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Wiltshire Community History

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Baptist Chapel, Imber

Baptist Chapel, Imber Date Photo Taken 2013
Uploaded 06/01/2014 17:33:59
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Map Latitude 51.23823796467116 : Longitude -2.0558568835258484
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Original Media Location: Michael Marshman

Chapel graveyard.

In April 1784 the house of Thomas Gibbs was registered for worship by the Baptists, while four years later in April 1788 the two houses, with their gardens, of Thomas Westfield junior were registered, with the names of Imber householders, John Clem, John Carter, Thomas Chambers, and John Blagdon. In the late 18th and early 19th centuries many men would have walked or ridden long distances to preach in houses such as these, with meeting room certificates. One such visitor to Imber was David Saunders of West Lavington, the 'Shepherd of Salisbury Plain', and he and other inspirational preachers inspired large numbers of non-conformists in Wiltshire villages. Imber became a village station of the influential Baptist Chapel at Bratton; the station was set up by John Saffery, minister of the Brown Street Baptist Chapel at Salisbury, who had married into the Whitaker family of Bratton.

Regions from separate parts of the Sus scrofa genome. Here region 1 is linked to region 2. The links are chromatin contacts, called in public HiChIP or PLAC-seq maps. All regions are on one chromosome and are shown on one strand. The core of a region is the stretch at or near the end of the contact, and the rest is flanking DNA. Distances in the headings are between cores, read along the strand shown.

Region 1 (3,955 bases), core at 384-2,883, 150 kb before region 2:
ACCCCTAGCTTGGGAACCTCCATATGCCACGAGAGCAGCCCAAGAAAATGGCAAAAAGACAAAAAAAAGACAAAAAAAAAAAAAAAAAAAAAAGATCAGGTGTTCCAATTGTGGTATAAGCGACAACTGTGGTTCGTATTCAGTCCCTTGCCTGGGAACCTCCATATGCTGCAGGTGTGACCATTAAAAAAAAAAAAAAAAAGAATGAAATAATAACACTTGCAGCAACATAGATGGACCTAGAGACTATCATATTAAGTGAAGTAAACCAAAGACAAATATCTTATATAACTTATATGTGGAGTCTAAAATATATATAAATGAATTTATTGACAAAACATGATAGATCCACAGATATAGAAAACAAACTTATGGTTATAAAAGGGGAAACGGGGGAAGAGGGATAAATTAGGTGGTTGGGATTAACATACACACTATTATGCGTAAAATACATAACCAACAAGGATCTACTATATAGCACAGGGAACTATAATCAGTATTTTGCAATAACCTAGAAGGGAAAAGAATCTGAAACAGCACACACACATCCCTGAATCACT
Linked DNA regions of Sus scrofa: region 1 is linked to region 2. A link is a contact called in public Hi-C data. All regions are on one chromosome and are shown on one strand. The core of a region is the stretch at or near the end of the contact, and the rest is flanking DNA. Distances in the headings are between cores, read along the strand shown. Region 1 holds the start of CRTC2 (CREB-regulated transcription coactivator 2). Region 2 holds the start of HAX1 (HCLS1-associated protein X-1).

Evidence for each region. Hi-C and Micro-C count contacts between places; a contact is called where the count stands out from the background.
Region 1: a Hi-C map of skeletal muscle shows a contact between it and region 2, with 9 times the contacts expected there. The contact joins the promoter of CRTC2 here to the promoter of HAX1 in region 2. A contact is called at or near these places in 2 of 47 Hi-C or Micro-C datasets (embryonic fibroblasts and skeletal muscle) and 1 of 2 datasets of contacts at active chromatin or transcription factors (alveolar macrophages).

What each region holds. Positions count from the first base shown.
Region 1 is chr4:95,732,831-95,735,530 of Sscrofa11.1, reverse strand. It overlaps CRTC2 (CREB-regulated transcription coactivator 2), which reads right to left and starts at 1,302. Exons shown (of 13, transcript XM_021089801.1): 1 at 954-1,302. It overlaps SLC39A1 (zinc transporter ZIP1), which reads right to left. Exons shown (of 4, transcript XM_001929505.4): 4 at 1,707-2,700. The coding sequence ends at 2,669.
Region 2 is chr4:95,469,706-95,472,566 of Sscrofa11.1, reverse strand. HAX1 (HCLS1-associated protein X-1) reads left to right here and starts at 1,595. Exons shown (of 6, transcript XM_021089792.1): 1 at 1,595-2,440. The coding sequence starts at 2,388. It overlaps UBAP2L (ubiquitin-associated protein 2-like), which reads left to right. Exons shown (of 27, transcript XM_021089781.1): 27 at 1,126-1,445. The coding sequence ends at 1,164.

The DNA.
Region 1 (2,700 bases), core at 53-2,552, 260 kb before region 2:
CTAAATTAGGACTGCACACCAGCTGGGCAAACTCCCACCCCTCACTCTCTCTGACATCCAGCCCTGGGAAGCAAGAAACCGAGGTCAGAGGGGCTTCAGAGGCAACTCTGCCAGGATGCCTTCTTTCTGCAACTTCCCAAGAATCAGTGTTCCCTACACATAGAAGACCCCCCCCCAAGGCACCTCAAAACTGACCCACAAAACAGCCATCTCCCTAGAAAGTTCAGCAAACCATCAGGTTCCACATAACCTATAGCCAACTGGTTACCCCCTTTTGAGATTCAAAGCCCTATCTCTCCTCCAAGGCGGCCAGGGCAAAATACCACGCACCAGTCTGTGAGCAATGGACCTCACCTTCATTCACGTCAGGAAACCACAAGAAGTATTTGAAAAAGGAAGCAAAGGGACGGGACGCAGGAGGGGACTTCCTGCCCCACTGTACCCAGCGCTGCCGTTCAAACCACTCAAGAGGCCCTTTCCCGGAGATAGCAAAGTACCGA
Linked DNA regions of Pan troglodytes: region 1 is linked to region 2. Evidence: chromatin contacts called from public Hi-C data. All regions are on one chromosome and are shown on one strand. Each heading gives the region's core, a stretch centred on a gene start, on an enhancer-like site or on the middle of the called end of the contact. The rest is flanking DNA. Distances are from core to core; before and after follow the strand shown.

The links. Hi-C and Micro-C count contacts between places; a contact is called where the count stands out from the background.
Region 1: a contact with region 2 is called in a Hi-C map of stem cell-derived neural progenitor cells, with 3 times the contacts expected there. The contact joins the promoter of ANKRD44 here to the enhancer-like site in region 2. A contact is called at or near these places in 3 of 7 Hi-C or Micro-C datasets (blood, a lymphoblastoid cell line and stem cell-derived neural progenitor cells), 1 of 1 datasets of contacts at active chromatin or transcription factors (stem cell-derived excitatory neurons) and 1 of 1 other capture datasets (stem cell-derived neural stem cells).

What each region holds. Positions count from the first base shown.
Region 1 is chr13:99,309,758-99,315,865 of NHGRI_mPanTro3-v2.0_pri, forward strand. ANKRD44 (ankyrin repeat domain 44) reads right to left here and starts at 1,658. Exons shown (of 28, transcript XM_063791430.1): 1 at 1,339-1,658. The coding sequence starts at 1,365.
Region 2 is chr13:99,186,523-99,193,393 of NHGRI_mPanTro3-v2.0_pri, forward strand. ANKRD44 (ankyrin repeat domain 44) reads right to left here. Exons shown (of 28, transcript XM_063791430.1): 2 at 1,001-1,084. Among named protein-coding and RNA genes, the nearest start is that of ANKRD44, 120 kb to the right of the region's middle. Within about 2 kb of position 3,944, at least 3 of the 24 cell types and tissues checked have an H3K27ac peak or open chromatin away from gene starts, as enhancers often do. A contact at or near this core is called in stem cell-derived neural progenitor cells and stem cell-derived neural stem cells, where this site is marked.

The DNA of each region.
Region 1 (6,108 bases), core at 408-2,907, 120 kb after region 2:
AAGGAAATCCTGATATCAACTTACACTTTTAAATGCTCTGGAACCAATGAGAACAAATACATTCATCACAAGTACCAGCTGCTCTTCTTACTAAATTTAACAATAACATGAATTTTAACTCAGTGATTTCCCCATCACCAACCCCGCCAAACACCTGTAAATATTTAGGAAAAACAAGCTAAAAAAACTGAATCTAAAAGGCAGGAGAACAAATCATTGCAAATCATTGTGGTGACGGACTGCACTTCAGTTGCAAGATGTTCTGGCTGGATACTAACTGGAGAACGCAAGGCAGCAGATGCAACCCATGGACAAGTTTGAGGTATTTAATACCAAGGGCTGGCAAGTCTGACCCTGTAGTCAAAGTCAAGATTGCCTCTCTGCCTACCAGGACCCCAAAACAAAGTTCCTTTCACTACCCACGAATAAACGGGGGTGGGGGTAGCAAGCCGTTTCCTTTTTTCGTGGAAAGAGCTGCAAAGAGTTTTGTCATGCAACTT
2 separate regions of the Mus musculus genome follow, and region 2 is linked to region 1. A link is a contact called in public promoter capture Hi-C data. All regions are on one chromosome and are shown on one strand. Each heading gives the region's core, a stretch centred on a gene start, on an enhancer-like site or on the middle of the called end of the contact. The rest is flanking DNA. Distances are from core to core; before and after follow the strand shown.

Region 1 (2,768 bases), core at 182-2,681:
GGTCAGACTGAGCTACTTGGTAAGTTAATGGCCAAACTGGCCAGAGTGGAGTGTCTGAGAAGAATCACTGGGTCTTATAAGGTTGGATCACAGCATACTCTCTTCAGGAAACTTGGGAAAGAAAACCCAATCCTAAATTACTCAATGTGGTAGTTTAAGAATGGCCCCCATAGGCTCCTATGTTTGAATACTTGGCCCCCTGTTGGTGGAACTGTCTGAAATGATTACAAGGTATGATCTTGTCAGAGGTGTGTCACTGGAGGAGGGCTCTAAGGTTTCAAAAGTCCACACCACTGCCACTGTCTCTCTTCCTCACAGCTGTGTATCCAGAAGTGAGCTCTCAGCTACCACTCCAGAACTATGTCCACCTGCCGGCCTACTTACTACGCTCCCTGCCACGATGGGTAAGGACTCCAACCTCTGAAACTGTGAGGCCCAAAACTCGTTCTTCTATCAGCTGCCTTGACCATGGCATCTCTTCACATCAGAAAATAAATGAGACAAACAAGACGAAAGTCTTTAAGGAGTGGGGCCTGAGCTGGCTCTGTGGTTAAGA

Using voluntary labour the villagers built their own chapel; shepherds and farm labourers brought stone from the hills, and women brought buckets of water to the site while the men mixed mortar. The chapel was built on part of Thomas Hayter's garden and was licensed on 31st October 1833. In 1839 the substantial Baptist community at Imber broke away from Bratton Chapel at the instigation of the village elders, Thomas Froud, James Pearce, Isaac Carter, and William Grant. In 1868 the chapel was repaired and partly rebuilt for a flourishing congregation. By 1858 a school was attached to the chapel and a contemporary report said that three quarters of the village population were dissenters - the number of children at the school was between two and three times as many as were at the church school.

The best known of the Imber ministers was Joseph Goddard, an agriculrural labourer and deacon whose services were much sought after by congregations over a wide area. Towards the end of his life he used to say that he had walked 8,000 miles to preach the Gospel. From 1907 to 1943 services were regularly taken by Frank Maidment, the minister from Chitterne. The chapel closed on the evacuation in 1943.

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